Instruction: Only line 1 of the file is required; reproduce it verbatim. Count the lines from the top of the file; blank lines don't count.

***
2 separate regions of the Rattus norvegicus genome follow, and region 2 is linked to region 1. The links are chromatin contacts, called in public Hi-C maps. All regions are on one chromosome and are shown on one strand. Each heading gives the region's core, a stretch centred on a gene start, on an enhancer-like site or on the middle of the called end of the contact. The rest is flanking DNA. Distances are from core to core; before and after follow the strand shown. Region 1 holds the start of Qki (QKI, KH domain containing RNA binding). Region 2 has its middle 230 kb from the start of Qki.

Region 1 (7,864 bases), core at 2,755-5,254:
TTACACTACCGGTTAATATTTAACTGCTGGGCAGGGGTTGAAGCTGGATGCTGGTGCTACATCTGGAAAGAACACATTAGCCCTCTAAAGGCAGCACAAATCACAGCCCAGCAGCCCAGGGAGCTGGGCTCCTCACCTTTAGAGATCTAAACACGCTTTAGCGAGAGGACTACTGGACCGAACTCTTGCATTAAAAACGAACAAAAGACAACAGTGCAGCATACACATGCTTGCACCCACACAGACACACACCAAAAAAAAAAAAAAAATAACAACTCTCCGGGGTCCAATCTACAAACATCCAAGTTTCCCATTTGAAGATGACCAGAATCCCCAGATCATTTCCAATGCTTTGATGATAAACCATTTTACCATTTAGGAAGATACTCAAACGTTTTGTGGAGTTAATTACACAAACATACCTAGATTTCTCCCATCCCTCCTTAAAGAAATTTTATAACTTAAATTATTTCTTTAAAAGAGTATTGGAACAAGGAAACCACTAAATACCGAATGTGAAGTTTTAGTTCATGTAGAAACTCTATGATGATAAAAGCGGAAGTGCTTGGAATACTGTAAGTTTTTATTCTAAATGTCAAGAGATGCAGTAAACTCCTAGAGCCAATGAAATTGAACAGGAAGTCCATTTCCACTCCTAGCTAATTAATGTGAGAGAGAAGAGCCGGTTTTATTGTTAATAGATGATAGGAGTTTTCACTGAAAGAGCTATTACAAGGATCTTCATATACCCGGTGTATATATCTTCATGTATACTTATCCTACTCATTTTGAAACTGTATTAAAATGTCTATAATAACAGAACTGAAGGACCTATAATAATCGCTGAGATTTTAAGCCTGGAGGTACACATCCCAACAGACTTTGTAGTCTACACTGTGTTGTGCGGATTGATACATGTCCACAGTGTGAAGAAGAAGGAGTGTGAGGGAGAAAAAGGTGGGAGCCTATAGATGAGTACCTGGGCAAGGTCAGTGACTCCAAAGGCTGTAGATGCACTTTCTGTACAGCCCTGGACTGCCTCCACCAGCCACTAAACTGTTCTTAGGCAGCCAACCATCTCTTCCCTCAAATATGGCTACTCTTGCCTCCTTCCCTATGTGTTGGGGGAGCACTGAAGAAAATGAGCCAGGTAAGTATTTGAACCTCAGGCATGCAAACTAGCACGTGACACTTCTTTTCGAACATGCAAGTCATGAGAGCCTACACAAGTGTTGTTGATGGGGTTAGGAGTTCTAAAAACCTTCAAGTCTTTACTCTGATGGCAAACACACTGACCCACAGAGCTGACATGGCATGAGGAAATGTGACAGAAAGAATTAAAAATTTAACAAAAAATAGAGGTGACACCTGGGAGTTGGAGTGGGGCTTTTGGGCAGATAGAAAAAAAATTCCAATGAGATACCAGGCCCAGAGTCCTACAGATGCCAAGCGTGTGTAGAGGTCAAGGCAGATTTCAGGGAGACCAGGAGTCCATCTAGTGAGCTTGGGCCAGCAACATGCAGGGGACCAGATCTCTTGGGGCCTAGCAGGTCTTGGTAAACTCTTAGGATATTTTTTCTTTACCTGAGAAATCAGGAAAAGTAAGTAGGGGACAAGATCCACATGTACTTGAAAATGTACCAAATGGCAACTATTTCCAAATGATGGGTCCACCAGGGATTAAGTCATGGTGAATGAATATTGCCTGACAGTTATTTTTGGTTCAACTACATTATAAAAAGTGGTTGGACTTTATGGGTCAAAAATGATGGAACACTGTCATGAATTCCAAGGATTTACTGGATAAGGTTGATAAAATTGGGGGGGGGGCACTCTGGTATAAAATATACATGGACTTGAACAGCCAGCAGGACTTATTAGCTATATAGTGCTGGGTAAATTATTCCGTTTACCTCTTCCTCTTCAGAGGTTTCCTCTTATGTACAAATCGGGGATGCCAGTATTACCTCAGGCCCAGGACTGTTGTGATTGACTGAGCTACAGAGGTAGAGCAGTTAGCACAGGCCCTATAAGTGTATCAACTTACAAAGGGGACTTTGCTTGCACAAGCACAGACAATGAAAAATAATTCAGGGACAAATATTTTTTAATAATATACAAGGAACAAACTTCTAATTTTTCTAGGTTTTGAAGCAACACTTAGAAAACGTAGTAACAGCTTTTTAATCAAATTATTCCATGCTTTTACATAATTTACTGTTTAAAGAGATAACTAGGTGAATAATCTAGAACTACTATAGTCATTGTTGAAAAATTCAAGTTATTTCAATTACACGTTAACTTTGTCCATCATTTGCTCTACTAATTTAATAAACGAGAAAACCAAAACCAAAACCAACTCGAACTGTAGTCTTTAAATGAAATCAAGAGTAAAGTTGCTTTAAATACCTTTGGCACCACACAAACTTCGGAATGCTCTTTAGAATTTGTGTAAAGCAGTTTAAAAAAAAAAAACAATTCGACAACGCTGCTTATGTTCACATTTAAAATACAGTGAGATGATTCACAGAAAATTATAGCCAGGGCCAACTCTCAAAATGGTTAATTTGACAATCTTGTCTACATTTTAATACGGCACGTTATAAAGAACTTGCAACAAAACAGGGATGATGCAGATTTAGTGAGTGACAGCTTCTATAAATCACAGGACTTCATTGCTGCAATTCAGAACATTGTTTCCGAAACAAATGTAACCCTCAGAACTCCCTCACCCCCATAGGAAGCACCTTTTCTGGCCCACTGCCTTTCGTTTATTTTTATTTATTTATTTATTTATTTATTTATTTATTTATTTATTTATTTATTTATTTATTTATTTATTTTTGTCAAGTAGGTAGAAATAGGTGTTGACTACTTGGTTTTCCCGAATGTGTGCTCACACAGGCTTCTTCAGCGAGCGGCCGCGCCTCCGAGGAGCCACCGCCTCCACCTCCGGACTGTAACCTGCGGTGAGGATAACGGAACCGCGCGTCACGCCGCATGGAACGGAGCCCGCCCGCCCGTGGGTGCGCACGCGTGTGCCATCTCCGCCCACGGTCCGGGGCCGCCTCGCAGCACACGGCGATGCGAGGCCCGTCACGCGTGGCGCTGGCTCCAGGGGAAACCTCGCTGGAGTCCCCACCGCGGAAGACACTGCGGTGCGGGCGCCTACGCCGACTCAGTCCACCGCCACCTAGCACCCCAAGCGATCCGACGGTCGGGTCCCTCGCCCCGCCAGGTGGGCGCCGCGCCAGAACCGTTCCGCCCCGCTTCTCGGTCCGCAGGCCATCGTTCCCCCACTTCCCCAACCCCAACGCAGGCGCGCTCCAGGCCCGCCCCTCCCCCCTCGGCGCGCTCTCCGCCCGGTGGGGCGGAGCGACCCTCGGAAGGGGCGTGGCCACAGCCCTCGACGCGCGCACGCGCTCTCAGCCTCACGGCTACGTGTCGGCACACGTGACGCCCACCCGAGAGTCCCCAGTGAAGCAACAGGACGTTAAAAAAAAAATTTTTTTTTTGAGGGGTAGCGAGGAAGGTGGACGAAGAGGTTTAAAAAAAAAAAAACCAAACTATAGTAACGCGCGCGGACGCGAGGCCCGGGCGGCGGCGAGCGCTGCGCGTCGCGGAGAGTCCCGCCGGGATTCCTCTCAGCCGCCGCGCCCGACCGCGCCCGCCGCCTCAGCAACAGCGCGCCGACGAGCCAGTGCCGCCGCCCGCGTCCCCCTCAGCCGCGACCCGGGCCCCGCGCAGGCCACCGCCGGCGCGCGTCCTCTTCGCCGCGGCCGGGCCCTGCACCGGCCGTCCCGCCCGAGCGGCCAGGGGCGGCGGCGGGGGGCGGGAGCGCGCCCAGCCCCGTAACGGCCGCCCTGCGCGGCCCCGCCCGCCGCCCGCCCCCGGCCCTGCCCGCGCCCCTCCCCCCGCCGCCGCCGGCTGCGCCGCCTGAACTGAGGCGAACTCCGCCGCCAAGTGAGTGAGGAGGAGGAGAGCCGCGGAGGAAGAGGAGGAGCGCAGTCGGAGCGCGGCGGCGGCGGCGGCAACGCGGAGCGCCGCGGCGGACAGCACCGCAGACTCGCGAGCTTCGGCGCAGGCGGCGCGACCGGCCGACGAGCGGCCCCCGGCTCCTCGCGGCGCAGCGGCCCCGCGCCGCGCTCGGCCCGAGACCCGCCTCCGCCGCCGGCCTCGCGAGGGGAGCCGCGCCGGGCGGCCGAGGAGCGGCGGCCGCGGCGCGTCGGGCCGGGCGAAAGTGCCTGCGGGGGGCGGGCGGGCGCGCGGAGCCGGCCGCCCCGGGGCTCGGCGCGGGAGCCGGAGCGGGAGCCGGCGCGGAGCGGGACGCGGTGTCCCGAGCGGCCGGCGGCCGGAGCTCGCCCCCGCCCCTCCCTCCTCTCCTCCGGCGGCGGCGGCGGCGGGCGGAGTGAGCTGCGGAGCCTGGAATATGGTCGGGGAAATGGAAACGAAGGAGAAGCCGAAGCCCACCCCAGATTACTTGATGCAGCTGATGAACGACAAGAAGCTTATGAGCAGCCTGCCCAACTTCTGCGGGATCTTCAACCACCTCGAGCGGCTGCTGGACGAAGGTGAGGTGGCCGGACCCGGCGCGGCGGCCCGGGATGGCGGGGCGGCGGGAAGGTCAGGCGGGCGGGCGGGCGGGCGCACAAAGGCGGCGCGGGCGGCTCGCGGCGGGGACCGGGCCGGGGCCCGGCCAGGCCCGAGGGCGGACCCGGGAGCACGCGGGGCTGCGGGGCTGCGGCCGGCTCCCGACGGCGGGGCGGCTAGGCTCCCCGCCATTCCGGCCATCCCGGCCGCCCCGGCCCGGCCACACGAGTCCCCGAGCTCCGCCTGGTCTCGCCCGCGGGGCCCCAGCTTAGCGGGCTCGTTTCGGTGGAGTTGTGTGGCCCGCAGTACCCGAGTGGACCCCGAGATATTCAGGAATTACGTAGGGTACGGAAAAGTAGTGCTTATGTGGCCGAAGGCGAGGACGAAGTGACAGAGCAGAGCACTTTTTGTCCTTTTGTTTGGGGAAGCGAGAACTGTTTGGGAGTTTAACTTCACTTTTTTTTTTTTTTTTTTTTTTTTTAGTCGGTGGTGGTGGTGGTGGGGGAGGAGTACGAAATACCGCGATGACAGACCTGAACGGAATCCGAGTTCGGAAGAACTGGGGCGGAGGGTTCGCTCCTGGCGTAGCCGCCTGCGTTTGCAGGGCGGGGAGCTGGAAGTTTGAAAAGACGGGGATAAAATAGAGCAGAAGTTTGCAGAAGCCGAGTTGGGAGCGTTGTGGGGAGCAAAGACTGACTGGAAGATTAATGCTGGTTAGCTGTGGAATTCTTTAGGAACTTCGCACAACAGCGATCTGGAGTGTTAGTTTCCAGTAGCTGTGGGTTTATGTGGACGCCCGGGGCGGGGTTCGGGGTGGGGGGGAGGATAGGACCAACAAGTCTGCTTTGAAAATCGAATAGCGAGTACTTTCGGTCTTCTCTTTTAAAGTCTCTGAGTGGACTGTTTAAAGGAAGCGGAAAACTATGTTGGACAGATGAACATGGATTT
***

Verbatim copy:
2 separate regions of the Rattus norvegicus genome follow, and region 2 is linked to region 1. The links are chromatin contacts, called in public Hi-C maps. All regions are on one chromosome and are shown on one strand. Each heading gives the region's core, a stretch centred on a gene start, on an enhancer-like site or on the middle of the called end of the contact. The rest is flanking DNA. Distances are from core to core; before and after follow the strand shown. Region 1 holds the start of Qki (QKI, KH domain containing RNA binding). Region 2 has its middle 230 kb from the start of Qki.